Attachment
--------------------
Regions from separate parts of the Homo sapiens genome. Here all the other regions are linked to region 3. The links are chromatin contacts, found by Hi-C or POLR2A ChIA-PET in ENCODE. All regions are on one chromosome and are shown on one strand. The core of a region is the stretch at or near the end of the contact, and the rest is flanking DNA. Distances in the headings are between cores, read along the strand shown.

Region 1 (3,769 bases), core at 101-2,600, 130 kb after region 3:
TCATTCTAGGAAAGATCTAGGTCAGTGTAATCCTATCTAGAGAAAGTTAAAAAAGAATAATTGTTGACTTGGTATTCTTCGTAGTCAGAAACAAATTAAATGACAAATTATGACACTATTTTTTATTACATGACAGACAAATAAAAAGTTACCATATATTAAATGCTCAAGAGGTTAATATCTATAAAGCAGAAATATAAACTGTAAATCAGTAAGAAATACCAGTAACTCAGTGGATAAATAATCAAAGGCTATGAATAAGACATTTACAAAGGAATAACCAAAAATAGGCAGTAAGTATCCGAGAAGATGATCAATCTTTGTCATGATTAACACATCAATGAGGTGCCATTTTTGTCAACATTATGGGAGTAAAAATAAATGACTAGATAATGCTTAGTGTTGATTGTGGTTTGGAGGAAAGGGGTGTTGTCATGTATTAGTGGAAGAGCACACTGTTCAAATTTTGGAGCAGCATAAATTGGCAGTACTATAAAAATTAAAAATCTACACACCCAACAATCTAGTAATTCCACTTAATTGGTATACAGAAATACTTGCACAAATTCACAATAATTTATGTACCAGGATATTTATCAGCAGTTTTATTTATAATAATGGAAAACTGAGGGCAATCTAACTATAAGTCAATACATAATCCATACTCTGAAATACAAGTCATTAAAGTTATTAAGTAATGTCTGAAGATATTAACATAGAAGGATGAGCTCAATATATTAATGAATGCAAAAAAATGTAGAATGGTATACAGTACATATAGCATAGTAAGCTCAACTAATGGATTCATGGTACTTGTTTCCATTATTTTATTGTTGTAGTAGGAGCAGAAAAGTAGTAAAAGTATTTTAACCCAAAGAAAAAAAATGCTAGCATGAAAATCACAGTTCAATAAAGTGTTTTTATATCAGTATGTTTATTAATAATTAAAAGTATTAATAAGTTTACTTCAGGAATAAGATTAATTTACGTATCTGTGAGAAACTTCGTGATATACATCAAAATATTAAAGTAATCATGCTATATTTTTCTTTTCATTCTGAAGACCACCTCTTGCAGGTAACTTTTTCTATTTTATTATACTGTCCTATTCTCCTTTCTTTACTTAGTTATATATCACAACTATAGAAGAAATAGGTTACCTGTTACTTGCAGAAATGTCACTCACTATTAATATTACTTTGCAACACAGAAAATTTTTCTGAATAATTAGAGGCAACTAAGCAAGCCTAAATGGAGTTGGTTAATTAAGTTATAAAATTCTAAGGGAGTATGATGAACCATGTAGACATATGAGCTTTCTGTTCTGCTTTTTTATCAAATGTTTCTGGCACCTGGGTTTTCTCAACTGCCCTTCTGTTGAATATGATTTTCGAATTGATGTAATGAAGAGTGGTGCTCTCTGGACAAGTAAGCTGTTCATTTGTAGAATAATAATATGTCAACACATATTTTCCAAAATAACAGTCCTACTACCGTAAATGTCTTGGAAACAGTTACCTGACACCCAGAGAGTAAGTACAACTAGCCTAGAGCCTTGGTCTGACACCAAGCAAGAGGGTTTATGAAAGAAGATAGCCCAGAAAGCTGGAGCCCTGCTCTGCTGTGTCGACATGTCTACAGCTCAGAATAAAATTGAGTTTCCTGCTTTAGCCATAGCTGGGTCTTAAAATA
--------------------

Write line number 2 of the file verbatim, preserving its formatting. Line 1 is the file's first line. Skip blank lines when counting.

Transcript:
Region 1 (3,769 bases), core at 101-2,600, 130 kb after region 3: